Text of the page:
Tucker Carlson on Friday night blasted Dr. Anthony Fauci for his lately publicly urging the Trump administration to declare a federally-imposed 'stay at home' order across all 50 states, while also underscoring the FOX host still considers the White House coronavirus task force member and nation's top infectious disease expert to be an “impressive person”.
“We’ve interviewed Dr. Fauci respectfully on this program, and we’d gladly do that again if he came back, and he will come back. He’s an impressive person. But that does not mean that he’s never wrong,” Carlson said. “On the question of this pandemic, Fauci has been wrong repeatedly.”
Carlson expressed he's particularly bothered by Fauci’s recommendation of a national quarantine given that economic devastation would be pretty much assured. The night prior Dr. Fauci told CNN's Anderson Cooper during a coronavirus town hall: "I don't understand why that's not happening." He said further, "You know, the tension between federally mandated versus states' rights to do what they want is something I don't want to get into," and added, "But if you look at what's going on in this country, I just don't understand why we're not doing that."
Tucker Carlson says Anthony Fauci is proposing "national suicide" pic.twitter.com/xPIE0sjRi8— Jason Campbell (@JasonSCampbell) April 4, 2020
Carson slammed Fauci's “extreme measures” as tantamount to "national suicide":
“More than 10 million Americans have already lost their jobs. Imagine another year of this. That would be national suicide, and yet, that is what Anthony Fauci is suggesting, at least. Now, we’re not suggesting that Fauci wants to hurt America. We don’t think he does, he seems like a very decent man. But Fauci is not an economist or for that matter someone who fears being unemployed himself. Like most of the people around him. This is not an attack, this is just an observation. Fauci has bulletproof job security. He’s not thinking that way. He has the luxury of looking at the world through the narrow lens of his profession. He doesn’t seem to think much outside that lens.”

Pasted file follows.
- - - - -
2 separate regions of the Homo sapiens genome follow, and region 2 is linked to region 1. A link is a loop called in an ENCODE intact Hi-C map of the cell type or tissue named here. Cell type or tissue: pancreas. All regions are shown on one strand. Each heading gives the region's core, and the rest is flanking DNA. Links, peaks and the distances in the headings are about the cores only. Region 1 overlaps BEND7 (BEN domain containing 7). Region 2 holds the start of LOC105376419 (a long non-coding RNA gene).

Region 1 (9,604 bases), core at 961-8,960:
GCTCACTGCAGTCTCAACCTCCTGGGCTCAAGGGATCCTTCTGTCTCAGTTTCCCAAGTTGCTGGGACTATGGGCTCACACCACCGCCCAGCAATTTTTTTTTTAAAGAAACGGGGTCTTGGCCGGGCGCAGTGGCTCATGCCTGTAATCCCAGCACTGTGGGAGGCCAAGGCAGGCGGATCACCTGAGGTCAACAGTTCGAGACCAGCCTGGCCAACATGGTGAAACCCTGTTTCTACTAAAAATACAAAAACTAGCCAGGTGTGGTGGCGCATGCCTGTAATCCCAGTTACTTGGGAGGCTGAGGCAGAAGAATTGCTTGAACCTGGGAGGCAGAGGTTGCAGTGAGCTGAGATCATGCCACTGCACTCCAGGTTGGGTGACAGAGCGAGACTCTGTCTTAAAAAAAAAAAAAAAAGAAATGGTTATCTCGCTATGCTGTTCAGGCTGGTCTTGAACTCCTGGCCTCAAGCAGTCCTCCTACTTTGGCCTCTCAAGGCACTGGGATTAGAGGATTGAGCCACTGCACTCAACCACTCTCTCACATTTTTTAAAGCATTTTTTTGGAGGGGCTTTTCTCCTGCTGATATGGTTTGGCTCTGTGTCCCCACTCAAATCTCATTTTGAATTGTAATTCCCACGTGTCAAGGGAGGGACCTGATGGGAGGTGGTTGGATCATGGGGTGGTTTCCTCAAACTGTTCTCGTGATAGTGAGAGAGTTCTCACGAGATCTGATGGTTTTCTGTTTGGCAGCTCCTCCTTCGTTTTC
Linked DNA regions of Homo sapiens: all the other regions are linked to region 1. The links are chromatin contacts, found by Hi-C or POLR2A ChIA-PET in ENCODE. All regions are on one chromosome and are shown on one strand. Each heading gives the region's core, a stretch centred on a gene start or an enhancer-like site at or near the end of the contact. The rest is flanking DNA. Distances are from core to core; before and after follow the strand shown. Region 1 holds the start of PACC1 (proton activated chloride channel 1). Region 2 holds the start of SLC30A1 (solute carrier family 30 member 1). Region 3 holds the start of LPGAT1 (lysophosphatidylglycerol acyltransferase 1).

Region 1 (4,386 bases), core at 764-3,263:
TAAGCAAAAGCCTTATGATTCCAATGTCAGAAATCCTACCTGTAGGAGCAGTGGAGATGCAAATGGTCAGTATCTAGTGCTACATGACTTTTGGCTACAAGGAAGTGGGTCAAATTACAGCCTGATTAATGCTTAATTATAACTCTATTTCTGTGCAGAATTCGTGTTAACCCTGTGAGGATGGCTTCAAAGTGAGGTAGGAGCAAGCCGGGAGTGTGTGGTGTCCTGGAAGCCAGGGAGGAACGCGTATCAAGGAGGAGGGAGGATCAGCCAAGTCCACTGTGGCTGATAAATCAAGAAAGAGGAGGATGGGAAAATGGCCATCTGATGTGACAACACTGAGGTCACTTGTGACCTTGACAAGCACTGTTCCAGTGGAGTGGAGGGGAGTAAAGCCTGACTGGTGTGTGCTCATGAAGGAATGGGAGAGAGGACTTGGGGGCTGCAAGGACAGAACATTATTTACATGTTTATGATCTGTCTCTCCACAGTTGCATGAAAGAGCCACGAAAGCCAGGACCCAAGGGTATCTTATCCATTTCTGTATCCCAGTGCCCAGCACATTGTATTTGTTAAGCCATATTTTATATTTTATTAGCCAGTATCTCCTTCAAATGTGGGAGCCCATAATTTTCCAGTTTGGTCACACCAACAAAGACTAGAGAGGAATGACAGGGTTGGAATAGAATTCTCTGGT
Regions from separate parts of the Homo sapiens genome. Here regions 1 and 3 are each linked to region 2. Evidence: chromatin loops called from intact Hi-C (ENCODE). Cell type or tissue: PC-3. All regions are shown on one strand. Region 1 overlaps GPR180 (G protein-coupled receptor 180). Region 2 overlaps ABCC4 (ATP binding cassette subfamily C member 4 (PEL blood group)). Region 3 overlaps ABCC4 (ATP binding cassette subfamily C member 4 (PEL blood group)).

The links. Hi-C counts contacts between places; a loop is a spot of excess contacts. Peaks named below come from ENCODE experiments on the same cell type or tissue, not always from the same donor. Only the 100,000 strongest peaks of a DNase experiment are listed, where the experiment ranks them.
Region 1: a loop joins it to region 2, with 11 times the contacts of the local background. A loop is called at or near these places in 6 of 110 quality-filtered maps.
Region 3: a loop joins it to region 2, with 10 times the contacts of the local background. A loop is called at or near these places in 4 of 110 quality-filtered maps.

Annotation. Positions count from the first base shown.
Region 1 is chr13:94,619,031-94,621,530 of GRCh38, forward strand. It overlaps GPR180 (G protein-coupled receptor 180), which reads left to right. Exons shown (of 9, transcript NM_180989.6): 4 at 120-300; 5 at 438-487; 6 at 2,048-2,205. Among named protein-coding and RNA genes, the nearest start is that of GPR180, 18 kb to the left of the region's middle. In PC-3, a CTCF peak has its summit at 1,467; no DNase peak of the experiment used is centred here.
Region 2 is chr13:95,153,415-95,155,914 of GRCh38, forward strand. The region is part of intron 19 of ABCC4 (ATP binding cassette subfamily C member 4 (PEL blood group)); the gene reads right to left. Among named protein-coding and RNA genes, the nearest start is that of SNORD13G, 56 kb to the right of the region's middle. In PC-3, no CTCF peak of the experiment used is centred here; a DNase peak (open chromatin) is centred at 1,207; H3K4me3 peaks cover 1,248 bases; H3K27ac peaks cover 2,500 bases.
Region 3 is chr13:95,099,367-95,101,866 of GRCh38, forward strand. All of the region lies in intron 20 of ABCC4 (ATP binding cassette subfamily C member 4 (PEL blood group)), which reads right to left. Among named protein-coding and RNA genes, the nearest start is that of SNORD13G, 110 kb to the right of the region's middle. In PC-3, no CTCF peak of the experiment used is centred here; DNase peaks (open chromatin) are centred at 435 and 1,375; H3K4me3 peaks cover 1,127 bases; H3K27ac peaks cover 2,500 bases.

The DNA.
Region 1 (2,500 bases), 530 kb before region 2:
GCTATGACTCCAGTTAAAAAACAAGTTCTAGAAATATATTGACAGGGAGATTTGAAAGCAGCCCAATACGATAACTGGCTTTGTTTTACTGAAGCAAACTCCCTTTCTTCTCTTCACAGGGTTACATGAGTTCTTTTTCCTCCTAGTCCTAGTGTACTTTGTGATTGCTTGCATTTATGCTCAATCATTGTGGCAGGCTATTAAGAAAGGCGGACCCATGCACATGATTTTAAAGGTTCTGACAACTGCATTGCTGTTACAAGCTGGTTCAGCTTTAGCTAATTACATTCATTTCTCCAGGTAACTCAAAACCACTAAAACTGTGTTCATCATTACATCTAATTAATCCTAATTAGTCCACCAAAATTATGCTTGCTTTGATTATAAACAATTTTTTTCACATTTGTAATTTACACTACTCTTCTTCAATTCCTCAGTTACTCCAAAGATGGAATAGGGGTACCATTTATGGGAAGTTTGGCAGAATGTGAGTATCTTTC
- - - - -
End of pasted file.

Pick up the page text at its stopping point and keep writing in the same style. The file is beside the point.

Carlson aired the clip of Fauci saying, “I know it’s difficult, but we’re having a lot of suffering, a lot of death. This is inconvenient from an economic and a personal standpoint, but we just have to do it.”
Tucker Carlson launches attack on Tony Fauci, but also says "to be clear we are not attacking Tony Fauci" pic.twitter.com/ebmORdxVgE— Andrew Lawrence (@ndrew_lawrence) April 4, 2020
To this Carlson responded:
“Inconvenient? 10 million Americans out of work and staring at poverty. That is not inconvenient, as you just heard Dr. Fauci put it. It’s horrifying. In fact, it’s a far bigger disaster than the virus itself by any measure. Tony Fauci, decent as he may be, can’t see that because he doesn’t think it’s his job to see it. But even a doctor should be able to think beyond the models. Our response to coronavirus could turn this into a far poorer nation. Poor countries are unhealthy countries, always and everywhere. In poor countries, people die of treatable diseases. In poor countries people are far more vulnerable to obscure viruses, like the one we are fighting now. You want to keep Americans from dying before their time? Then don’t impoverish them. For all his credentials, his experience, his apparent personal decency, Dr. Anthony Fauci does not seem to understand any of this and we should never let someone like that run this country.”
Meanwhile much of the mainstream media has directed its ire at the last nine "hold-out" states which have "dragged their feet" on the issue.
Many governors have expressed that they don't see the need to take such a drastic step that could decimate their local economies, leaving social distancing to the 'good judgments' of counties, towns, and individuals.
The nine states that have resisted state-wide 'stay-at-home' or 'shelter in place' orders are Arkansas, Iowa, Nebraska, North Dakota, Oklahoma, South Carolina, South Dakota, Utah and Wyoming — though it should be noted that Oklahoma has passed measures that come very close yet without giving a final formal directive.